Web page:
And what of Hillary Clinton's approval ratings? Here's a Gallup poll from last September...
Currently, 41% of U.S. adults say they have a favorable opinion of the Democratic front-runner, while 51% hold an unfavorable view.
At the time, it was thought that her numbers were impacted by the (largely bogus) "emailgate" scandal. However, a HuffPo poll puts her current favorable rating at 41% -- an unchanged result.

It's a fact: Assad is better-liked in Syria than Barack Obama and Hillary Clinton are in the United States. Assad is also more popular in Syria than Donald Trump is in America. In reality, no Republican or Democratic presidential candidate is liked by more than 47% of Americans.

By what right does this country demand the ouster of Bashar Assad?


James said...

Do you honestly believe that our government gives a damn about polls and popularity? Have you not noticed that our voting machines work about as well as the "door close" buttons on an elevator, as in, not at all? Voting is a placebo provided to the rubes to keep them from realizing that we have nothing, that we mean nothing, and that our only purpose as far as the ruling elite are concerned is that we continue to pump real dollars into the markets through our 401k contributions so that value can be skimmed by well-connected hedge fund predators and that we continue to pay taxes so the same well-connected insiders can continue feeding at the trough of government largess while we suckers pick up the tab.

2000 was a coup d'etat. In 2002 Paul Wellstone was assassinated and just enough districts were manipulated to maintain a GOP advantage in the march to war. In 2004, any state visited by Nathan Sproul and Associates was being primed for vote rigging as newly registered voters were systematically registered to the wrong party as a preemptive smokescreen for the theft of voter intent. Furthermore Ohio ran all of its votes through GOPTech in Knoxville, TN, which was the same company that ran the private email servers the Bush administration relied upon to run its criminal enterprise. Pat Tillman was slaughtered in Afghanistan to prevent him from returning home to campaign both against the war and in favor of whom he believed to be a legitimate opposition candidate (Kerry), who we now know was just an establishment sandbagger called upon to ensure that the war party maintained its iron grip on power. 2004 was also the year "voters" were introduced to their next emperor when Obama was called upon to provide the keynote address at the DNC. Hope and change, y'all!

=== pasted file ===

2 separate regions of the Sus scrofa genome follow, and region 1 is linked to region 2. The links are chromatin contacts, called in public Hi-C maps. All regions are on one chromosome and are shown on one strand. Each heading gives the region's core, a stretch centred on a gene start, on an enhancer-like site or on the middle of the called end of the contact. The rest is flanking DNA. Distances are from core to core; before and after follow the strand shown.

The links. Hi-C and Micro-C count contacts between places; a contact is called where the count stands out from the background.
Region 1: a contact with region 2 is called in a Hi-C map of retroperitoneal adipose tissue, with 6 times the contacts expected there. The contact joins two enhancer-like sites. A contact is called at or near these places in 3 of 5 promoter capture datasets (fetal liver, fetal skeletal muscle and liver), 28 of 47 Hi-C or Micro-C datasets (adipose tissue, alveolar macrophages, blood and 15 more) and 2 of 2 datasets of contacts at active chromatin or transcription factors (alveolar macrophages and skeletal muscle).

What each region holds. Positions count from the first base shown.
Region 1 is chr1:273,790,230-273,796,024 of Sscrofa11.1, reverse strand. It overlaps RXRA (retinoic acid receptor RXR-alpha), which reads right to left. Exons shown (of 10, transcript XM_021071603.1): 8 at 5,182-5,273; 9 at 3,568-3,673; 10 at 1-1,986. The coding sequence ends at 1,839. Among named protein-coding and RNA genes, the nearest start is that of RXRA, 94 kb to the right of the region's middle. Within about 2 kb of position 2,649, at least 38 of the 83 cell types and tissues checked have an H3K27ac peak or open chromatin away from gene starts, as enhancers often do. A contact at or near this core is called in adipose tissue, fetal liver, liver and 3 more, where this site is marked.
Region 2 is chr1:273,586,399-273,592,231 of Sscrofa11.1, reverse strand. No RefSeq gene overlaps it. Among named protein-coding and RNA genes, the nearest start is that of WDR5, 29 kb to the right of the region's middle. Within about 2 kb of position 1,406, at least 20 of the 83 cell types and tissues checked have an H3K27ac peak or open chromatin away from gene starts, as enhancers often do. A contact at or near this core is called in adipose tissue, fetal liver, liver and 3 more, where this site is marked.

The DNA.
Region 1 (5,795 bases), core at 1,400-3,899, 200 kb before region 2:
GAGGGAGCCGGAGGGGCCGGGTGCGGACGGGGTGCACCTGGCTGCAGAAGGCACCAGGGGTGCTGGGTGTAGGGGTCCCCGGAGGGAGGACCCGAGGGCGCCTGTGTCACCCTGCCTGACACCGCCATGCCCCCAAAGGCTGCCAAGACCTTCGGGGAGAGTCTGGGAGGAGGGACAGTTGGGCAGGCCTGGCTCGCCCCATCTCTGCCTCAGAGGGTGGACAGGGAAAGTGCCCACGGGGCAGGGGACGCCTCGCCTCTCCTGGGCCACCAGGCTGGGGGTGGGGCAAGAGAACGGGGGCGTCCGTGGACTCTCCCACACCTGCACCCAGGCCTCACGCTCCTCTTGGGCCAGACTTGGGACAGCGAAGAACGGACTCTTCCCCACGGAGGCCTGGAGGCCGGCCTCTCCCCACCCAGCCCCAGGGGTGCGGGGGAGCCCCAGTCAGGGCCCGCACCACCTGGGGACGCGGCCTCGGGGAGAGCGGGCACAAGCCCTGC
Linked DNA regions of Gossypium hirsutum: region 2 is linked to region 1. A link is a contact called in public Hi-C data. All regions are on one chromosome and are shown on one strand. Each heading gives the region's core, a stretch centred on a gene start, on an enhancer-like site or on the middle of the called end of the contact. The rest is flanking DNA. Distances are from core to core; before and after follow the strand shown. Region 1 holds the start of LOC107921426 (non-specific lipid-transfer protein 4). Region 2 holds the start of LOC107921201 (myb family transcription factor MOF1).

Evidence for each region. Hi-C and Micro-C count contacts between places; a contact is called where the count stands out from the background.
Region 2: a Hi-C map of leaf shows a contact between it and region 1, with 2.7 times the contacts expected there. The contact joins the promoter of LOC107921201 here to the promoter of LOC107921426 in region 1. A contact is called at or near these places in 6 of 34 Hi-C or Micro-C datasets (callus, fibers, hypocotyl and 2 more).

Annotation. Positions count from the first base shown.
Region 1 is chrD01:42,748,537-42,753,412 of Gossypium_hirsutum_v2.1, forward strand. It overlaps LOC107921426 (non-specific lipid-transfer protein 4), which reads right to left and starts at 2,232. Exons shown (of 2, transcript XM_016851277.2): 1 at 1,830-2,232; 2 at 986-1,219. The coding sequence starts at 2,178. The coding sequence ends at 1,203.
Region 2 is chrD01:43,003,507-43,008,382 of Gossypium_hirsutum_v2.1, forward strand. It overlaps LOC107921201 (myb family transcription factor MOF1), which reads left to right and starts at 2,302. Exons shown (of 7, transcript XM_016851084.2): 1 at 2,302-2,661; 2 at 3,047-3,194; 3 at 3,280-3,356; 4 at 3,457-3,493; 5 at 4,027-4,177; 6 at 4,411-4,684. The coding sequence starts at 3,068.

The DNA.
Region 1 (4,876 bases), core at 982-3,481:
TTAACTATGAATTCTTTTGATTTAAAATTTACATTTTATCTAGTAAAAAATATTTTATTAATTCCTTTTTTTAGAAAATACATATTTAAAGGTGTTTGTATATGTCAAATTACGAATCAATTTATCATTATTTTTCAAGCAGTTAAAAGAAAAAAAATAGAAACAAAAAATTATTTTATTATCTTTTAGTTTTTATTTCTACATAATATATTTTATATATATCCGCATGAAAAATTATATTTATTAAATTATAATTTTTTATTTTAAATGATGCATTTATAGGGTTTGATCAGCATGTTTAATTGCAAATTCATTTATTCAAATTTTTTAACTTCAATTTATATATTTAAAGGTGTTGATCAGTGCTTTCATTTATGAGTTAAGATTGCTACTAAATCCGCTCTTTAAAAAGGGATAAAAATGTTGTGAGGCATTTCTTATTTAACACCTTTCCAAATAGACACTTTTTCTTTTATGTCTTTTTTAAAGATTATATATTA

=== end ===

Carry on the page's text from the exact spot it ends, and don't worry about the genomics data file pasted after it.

Amazingly, despite the overwhelming opposition to the war in Iraq and the multiple failures and corruption endemic to the Bush years, the nation was somehow still mired in gridlock by the fact that just one - ONE - senate seat more was needed to provide the now necessary supermajority required to pass any legislation. Again, the war party won.

We looked forward, not back. There was no point in looking into those crimes and lies that got us into Iraq, nor would it make sense to have an actual investigation into 9/11. Nor did Americans want single payer health care. Nor did it make sense to close Guantanamo. Nor should any of the banksters have lost their equity positions (not to mention their personal asset, freedom, or even lives) due to the multi-trillion dollar grift they'd pulled over on the world. No, our obviously-still-in-tact-and-functioning-perfectly democratic institutions made sure that we got just enough relief to prevent a full-blown revolution, but not enough to even begin to move the needle on making things right or changing the course of history.

Democracy is a scam and it doesn't work, especially when all of the candidates are whores and the information voters would need to make rational and educated decisions about who best represents their needs and interests is molested by a corrupt fourth estate.

Nobody cares how popular Assad is just as no one cares how unpopular our leaders are in this country. Until someone gives them a reason to care, they won't care.

Joseph Cannon said...

"Do you honestly believe that our government gives a damn about polls and popularity?"

Yes, that is why (as Chomsky often points out) we are such a heavily polled society.